A hand lent is a hand well spent
Hey everyone, welcome back to the blog written by the guy who was in an ad 12 years ago for a girl’s magazine. This week my friend Jenna came over to play retro games. Sadly most of the time was spent restraining myself from yanking the controller out of her hand and showing her how to play the games correctly. This got me thinking about challenging behaviour (mine, not Jenna’s!). What is it, and what do we do about it?
A Professional Opinion
In my great search for all things challenging I talked to a man who knows. Aspect’s Tom Tutton is a Clinical Psychologist who works with many people on the autism spectrum and their families, implementing Positive Behaviour Support.
“Positive Behaviour Support looks at challenging behaviour – persistent behaviour that causes difficulties and limits a person’s ability to have a good life. We aim to bring people together to develop an empathetic understanding of why challenging behaviour is happening.
“It’s important to understand that PBS work is mostly done by those people who see the individual most often. This includes families, friends and school or other staff, not just the ‘experts’. This helps recognise the expertise of families and importance of their lifelong role. There’s no quick fix approach; PBS involves dedication and perseverance over time as well an acceptance that change is also the responsibility of families – mums and dads have to change their behaviour too. For PBS to work, it’s important that the strategies are put into practice every day and in as many settings as possible.
"Aspect’s PBS team started in Western Sydney in 2002, and with additional resources including government funding, we now work across NSW and in Victoria and Queensland.
"We have helped those on the spectrum develop friendships where previously there were none, improve self-esteem, and develop their communication skills. This means people have more choice and control over their lives, as well as hugely reducing anxiety and distress. One of the most consistent changes we see is in the increased understanding and acceptance of others in allowing them to just be themselves.
"I am very proud of Aspect’s PBS and I’d like to continue offering these effective services. Right now, due to funding agreements, there are restrictions on whom we can support and where we can do this. It would be great to have the opportunity to offer support wherever it is needed. I see a lot of young people in very challenging situations so I’d really like to try to make sure that good practice PBS is embedded in policy and practice much more consistently, especially in schools," said Tom.
My Two Cents
What can I say about positive behaviour support and how it has affected me? It’s all about finding out the reasons for a particular behaviour, and how those needs can be met in a positive way. Growing up, mum was more rewarding to good deeds while dad was the evil tyrant punishing what he thought were bad deeds.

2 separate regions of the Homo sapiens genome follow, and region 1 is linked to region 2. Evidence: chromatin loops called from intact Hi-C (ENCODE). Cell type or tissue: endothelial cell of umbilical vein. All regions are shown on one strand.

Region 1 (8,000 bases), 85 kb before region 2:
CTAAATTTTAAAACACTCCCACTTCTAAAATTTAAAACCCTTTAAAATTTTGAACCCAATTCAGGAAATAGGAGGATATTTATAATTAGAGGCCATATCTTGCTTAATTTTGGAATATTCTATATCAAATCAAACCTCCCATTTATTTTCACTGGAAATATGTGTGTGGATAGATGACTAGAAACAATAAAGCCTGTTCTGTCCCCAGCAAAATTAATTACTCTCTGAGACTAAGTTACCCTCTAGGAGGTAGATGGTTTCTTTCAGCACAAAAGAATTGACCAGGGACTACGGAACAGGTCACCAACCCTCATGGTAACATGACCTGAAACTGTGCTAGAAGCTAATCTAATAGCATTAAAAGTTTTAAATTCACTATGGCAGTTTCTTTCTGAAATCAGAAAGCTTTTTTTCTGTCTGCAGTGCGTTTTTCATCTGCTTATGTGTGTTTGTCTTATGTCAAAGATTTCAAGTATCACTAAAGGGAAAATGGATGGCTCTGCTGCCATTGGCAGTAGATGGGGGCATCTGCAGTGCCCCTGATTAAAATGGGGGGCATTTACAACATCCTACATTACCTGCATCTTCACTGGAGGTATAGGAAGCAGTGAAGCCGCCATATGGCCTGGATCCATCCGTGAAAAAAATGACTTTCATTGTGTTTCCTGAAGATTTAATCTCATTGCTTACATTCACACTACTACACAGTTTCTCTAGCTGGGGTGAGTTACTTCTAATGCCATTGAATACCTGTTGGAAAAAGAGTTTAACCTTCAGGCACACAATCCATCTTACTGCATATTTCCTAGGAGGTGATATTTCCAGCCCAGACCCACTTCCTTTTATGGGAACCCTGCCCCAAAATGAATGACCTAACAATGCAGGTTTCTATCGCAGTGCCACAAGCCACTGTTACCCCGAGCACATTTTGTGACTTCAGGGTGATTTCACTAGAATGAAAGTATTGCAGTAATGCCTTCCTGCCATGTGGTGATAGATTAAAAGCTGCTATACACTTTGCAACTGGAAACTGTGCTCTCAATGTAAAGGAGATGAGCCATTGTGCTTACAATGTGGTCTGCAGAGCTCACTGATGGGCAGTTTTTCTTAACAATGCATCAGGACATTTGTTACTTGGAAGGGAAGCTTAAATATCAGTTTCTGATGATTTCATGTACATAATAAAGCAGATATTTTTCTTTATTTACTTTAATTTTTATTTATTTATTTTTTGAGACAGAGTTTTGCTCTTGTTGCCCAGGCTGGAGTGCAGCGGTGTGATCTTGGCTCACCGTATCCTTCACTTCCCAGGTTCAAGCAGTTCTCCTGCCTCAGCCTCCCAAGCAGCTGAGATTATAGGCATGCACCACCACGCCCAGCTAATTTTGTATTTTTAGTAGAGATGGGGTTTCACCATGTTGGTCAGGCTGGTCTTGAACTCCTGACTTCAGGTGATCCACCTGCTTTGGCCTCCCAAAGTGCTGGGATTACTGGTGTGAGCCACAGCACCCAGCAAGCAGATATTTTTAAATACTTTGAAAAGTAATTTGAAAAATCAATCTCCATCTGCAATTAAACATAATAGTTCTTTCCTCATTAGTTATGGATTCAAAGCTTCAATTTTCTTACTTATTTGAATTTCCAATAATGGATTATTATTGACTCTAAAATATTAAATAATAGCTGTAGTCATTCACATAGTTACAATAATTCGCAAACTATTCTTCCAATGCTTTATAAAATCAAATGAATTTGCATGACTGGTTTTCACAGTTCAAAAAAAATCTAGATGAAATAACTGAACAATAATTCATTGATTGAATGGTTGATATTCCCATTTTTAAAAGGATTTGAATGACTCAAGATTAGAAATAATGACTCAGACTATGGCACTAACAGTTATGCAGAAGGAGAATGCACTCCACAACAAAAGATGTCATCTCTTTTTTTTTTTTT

What changed however, was when I was diagnosed with the condition. Mum and dad saw that I was poorly coordinated and it was getting detrimental to my everyday life. So instead of watching me get more frustrated and upset, my parents decided to help me by making coordination tests, games and juggling. Starting off slowly I would bounce a ball against a panel of symbols whilst solving equations. It didn’t stop there. From there I would start juggling balls, balancing myself with my eyes closed and solving memory problems. In the space of three months my coordination had gone from zero to hero making life happier for me and less stressful for mum and dad!
Well one thing is for sure, to quote the legendary cartoon Transformers (or GI JOE), “Knowing is half the battle!” Something I notice from those on the spectrum is that they often have had a lot of trouble fitting in. We are in need of more of these PBS programs. Those on the spectrum need these programs like blind person needs braille or like a deaf person needs sign language. But what kinds of challenges do you or a person you know with Autism face? leave a comment below!
To end this week, I feel the best quote is from the movie Temple Grandin. This quote is for all those parents that have done everything for their child with autism, yet feel like nothing is working.
Dr Carlock: “You seem to be acting as if you have done something wrong, when it's obvious you've done everything right. I think she's terrific. I know it's difficult when, as parents, we want our children to be everything we hoped for them to be and, if they're not, we think it's our fault and... And that there's never ever anybody out there who understands what we're going through. It makes you feel alone.”comments powered by Disqus